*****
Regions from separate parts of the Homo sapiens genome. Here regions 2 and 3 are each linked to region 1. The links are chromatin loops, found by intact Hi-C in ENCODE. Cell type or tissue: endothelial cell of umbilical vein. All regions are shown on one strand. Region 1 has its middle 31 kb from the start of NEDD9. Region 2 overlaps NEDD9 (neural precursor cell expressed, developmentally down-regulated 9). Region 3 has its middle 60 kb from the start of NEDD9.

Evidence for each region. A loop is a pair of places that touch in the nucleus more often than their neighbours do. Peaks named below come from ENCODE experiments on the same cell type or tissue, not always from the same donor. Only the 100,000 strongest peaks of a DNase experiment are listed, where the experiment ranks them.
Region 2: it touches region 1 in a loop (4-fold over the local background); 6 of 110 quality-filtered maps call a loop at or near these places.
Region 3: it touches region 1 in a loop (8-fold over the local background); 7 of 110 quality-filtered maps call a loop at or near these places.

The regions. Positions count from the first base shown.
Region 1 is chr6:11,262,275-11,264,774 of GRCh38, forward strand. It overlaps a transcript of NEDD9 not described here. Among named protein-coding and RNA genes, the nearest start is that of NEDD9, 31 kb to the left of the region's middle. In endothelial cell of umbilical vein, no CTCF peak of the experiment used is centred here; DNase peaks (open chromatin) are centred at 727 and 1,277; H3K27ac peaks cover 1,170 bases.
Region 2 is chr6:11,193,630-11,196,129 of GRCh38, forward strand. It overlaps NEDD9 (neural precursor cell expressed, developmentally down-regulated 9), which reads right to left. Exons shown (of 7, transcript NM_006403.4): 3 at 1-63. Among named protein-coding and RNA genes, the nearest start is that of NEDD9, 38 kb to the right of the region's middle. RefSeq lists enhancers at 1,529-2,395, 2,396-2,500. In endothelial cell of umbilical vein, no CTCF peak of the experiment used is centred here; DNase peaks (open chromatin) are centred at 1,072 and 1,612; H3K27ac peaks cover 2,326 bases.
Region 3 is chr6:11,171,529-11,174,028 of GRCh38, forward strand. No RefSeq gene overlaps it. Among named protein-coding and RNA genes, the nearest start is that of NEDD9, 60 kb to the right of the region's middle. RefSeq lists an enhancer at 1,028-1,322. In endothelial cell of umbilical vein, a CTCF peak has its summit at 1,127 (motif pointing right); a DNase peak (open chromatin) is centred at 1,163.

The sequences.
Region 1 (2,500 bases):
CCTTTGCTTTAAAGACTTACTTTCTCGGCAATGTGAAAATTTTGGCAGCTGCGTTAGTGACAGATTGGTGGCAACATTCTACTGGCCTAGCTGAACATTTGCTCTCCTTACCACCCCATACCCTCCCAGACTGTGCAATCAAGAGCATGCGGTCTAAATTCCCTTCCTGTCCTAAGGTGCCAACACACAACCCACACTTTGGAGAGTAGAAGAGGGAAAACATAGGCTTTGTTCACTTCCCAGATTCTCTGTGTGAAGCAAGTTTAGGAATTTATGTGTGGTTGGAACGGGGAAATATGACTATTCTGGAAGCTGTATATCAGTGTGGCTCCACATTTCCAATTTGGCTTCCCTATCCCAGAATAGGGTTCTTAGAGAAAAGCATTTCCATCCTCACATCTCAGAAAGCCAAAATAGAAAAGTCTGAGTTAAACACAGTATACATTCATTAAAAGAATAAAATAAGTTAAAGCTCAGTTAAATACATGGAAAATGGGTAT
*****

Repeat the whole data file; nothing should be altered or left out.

Regions from separate parts of the Homo sapiens genome. Here regions 2 and 3 are each linked to region 1. The links are chromatin loops, found by intact Hi-C in ENCODE. Cell type or tissue: endothelial cell of umbilical vein. All regions are shown on one strand. Region 1 has its middle 31 kb from the start of NEDD9. Region 2 overlaps NEDD9 (neural precursor cell expressed, developmentally down-regulated 9). Region 3 has its middle 60 kb from the start of NEDD9.

Evidence for each region. A loop is a pair of places that touch in the nucleus more often than their neighbours do. Peaks named below come from ENCODE experiments on the same cell type or tissue, not always from the same donor. Only the 100,000 strongest peaks of a DNase experiment are listed, where the experiment ranks them.
Region 2: it touches region 1 in a loop (4-fold over the local background); 6 of 110 quality-filtered maps call a loop at or near these places.
Region 3: it touches region 1 in a loop (8-fold over the local background); 7 of 110 quality-filtered maps call a loop at or near these places.

The regions. Positions count from the first base shown.
Region 1 is chr6:11,262,275-11,264,774 of GRCh38, forward strand. It overlaps a transcript of NEDD9 not described here. Among named protein-coding and RNA genes, the nearest start is that of NEDD9, 31 kb to the left of the region's middle. In endothelial cell of umbilical vein, no CTCF peak of the experiment used is centred here; DNase peaks (open chromatin) are centred at 727 and 1,277; H3K27ac peaks cover 1,170 bases.
Region 2 is chr6:11,193,630-11,196,129 of GRCh38, forward strand. It overlaps NEDD9 (neural precursor cell expressed, developmentally down-regulated 9), which reads right to left. Exons shown (of 7, transcript NM_006403.4): 3 at 1-63. Among named protein-coding and RNA genes, the nearest start is that of NEDD9, 38 kb to the right of the region's middle. RefSeq lists enhancers at 1,529-2,395, 2,396-2,500. In endothelial cell of umbilical vein, no CTCF peak of the experiment used is centred here; DNase peaks (open chromatin) are centred at 1,072 and 1,612; H3K27ac peaks cover 2,326 bases.
Region 3 is chr6:11,171,529-11,174,028 of GRCh38, forward strand. No RefSeq gene overlaps it. Among named protein-coding and RNA genes, the nearest start is that of NEDD9, 60 kb to the right of the region's middle. RefSeq lists an enhancer at 1,028-1,322. In endothelial cell of umbilical vein, a CTCF peak has its summit at 1,127 (motif pointing right); a DNase peak (open chromatin) is centred at 1,163.

The sequences.
Region 1 (2,500 bases):
CCTTTGCTTTAAAGACTTACTTTCTCGGCAATGTGAAAATTTTGGCAGCTGCGTTAGTGACAGATTGGTGGCAACATTCTACTGGCCTAGCTGAACATTTGCTCTCCTTACCACCCCATACCCTCCCAGACTGTGCAATCAAGAGCATGCGGTCTAAATTCCCTTCCTGTCCTAAGGTGCCAACACACAACCCACACTTTGGAGAGTAGAAGAGGGAAAACATAGGCTTTGTTCACTTCCCAGATTCTCTGTGTGAAGCAAGTTTAGGAATTTATGTGTGGTTGGAACGGGGAAATATGACTATTCTGGAAGCTGTATATCAGTGTGGCTCCACATTTCCAATTTGGCTTCCCTATCCCAGAATAGGGTTCTTAGAGAAAAGCATTTCCATCCTCACATCTCAGAAAGCCAAAATAGAAAAGTCTGAGTTAAACACAGTATACATTCATTAAAAGAATAAAATAAGTTAAAGCTCAGTTAAATACATGGAAAATGGGTAT